Michael E. Dorcas and John D. Willson, Foreword by Whit Gibbons
The first detailed, comprehensive study of this invasive predator
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Turtles of the United States and Canada by Carl H. Ernst and Jeffrey E. Lovich
List Price: $98.00, (Hardcover) 840 pages
The Johns Hopkins University Press; Second edition

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In 1972, C. H. Ernst completed the daunting task of compiling a sequel to A. F. Carr's (1952) landmark Handbook of Turtles. Two decades later, Ernst, this time with assistance from former student and fellow cheloniophile J. E. Lovich, has done it again. (Copeia )
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Venomous Reptiles of the United States, Canada, and Northern Mexico volumes 1 and 2 -$75.00 each book, $13.00 S&H for both books, $6.00 S&H for only one book.

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Carl and Evelyn Ernst have completely revised their landmark reference Venomous Reptiles of North America to present the most comprehensive review of these animals in years. A review that now needs two volumes to complete. ;Volume One of this definitive work presented dramatically improved species accounts of the venomous lizards and elapid and viperid snakes found north of Mexico's twenty-fifth parallel.

In Volume Two they cover the twenty-one rattlesnakes found in the United States, Canada, and, for the first time, species found only in northern Mexico.

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These volumes contain a wealth of information for anyone with an interest in venom, snakes, or herpetology in general.

Venomous Reptiles of the United States, Canada, and Northern Mexico Volume I & II, provides facts on each animal's diet, reproductive behavior, physiology, ecology, and conservation status. The book also covers details on snakebite, how venom is delivered, venom composition, antivenom production, and medical treatments of envenomation. Each species account includes vivid photographs that aid with identification and detailed maps that show the species range.

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Re: Herp- Digest Newsletter

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Volume # 13 Issue # 5 2/10/13
Publisher/Editor- Allen Salzberg
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“The Most Comprehensive Turtle Book.”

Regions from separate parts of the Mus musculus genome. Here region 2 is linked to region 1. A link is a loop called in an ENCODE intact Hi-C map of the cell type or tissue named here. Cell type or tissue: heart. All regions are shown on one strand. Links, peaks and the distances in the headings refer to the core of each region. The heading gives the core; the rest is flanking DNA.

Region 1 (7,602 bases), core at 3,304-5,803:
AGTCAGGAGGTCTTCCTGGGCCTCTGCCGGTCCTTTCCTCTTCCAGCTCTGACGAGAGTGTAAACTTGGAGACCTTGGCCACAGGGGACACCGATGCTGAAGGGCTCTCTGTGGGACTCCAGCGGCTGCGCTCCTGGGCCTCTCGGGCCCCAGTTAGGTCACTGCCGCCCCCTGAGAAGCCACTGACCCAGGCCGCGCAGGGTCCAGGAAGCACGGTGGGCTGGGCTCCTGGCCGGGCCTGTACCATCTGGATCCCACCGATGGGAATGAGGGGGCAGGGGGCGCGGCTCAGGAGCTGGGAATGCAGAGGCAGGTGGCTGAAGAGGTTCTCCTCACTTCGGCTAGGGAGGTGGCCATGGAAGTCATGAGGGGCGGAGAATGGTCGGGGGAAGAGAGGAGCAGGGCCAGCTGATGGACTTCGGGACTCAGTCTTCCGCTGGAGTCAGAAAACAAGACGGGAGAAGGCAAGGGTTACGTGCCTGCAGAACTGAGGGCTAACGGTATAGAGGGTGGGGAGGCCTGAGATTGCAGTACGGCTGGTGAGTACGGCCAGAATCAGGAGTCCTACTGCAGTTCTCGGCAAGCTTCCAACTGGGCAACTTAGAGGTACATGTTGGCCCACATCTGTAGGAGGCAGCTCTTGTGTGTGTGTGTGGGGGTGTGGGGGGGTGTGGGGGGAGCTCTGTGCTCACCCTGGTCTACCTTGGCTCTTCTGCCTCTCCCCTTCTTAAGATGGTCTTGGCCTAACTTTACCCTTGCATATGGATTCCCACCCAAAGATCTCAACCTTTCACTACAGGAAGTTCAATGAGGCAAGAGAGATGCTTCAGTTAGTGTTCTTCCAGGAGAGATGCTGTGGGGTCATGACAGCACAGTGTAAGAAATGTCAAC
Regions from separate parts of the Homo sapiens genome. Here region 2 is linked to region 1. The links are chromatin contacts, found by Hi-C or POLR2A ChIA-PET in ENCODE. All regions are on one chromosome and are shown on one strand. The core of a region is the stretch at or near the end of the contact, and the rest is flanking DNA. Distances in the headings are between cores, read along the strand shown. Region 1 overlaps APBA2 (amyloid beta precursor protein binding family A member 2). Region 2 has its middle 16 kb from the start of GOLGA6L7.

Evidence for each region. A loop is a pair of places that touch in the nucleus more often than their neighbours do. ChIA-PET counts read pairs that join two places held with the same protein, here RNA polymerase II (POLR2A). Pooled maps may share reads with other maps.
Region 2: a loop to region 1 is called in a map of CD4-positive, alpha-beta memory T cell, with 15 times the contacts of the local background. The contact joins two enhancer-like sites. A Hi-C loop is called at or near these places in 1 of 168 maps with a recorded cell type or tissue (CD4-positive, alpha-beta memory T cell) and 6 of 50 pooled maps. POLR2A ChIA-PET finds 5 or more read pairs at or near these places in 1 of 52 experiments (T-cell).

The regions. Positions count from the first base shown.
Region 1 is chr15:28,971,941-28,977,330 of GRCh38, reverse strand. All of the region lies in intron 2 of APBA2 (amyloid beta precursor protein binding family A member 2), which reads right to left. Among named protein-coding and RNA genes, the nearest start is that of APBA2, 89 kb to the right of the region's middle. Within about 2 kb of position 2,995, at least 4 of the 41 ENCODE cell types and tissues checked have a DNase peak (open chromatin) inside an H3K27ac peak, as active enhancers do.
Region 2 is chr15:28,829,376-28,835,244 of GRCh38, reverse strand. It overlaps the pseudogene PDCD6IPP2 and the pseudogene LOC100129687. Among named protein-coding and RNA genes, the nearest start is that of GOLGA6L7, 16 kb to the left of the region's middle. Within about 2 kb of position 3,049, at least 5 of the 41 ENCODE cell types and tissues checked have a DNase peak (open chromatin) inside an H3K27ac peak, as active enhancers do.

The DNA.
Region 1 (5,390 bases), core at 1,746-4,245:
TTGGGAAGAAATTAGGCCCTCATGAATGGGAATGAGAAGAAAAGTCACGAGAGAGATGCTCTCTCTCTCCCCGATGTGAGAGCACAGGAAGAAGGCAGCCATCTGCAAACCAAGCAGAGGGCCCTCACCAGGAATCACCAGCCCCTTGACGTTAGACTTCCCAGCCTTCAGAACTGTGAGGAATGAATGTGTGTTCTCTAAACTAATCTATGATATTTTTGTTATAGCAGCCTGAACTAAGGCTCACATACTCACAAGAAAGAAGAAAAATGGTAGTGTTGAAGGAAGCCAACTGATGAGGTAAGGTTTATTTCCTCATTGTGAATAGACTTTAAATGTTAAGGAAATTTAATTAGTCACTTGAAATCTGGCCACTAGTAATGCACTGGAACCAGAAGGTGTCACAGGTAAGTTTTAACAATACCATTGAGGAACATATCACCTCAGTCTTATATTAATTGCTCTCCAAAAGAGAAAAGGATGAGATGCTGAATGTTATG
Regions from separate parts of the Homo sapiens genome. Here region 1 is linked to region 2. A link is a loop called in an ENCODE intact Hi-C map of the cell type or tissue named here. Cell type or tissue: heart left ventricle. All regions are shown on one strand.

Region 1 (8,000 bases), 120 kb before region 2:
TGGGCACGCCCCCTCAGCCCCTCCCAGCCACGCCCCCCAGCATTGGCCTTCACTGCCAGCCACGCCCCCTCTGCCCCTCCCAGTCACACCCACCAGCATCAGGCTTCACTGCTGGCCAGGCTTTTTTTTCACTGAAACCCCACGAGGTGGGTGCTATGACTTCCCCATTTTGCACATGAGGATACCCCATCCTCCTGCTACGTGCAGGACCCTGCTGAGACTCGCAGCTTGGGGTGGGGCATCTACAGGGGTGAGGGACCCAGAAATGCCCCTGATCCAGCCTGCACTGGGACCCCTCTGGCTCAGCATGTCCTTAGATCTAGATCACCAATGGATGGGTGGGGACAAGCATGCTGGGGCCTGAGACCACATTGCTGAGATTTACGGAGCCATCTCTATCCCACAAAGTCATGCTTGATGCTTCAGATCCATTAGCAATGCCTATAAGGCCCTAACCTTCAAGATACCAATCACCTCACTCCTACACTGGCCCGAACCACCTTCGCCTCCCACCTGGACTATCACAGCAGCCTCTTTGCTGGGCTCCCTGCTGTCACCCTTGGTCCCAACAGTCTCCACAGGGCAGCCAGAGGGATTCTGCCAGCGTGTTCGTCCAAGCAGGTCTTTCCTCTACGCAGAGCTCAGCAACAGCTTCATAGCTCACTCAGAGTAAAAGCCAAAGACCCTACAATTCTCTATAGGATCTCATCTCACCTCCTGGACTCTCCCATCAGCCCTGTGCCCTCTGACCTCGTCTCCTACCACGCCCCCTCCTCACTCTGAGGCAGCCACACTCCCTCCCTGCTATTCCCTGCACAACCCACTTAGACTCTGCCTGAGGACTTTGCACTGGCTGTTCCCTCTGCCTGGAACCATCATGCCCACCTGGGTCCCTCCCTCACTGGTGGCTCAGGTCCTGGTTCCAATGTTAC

TURTLES, TORTOISES AND TERRAPINS- A Natural History -Revised, Expanded and Updated by Ronald Orenstein, 448 pages, that’s 150 more than the first edition, 9" X 11",more than 300 full color photographs, range maps, bibliography, index
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HEALTH CARE AND REHABILITATION OF TURTLES AND TORTOISES
An excellent, must have for every turtle owner and every turtle & wildlife rehabilitator
Covers everything from general information such as: turtle anatomy, diet, stress, hibernation, brumation, outdoor and indoor enclosures and more --- to over 250 pages on shell fractures, tube feeding, bacterial and viral diseases, parasites, diagnostics, antibiotics in chelonians, and with supporting photographs. The author took great time and care to translate her and others experiences in turtle rehabilitation without the jargon, so all turtle owners enthusiasts can understand.
Full-color photographs. (2012) 393 pp. Softcover, by Amanda Ebenhack $39.85 plus $6.00 S&H see below on how to order (Overseas email us at asalzberg@herpdigest.org or S&H price)
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TABLE OF CONTENTS:
1) The Michigan Society of Herpetologists Conservation Grants are now available and we are accepting applications.
2) Snakes and lizards lethargic after Sandy
3) Cities Affect Temperatures for Thousands of Miles

4) Rounding Up the Rattlers-Georgia Hamlet's Rattlesnake Festival Faces Prospect of Becoming Endangered Event

5) The Whigham Rattlesnake Roundup: An Eye-Witness Account

6) The Amazing Amphibians and Reptiles of the Philippine Island Luzon

7) Python Challenge tally: Few snakes slain, but scientists and officials satisfied

8) Frogspawn in trees? How does that happen?

9) Asian long-tailed skink (Eutropis longicaudata) will aggressively defend their eggs from predators such as snakes
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RAFETUS: The Curve of Extinction
by Peter C. H. Pritchard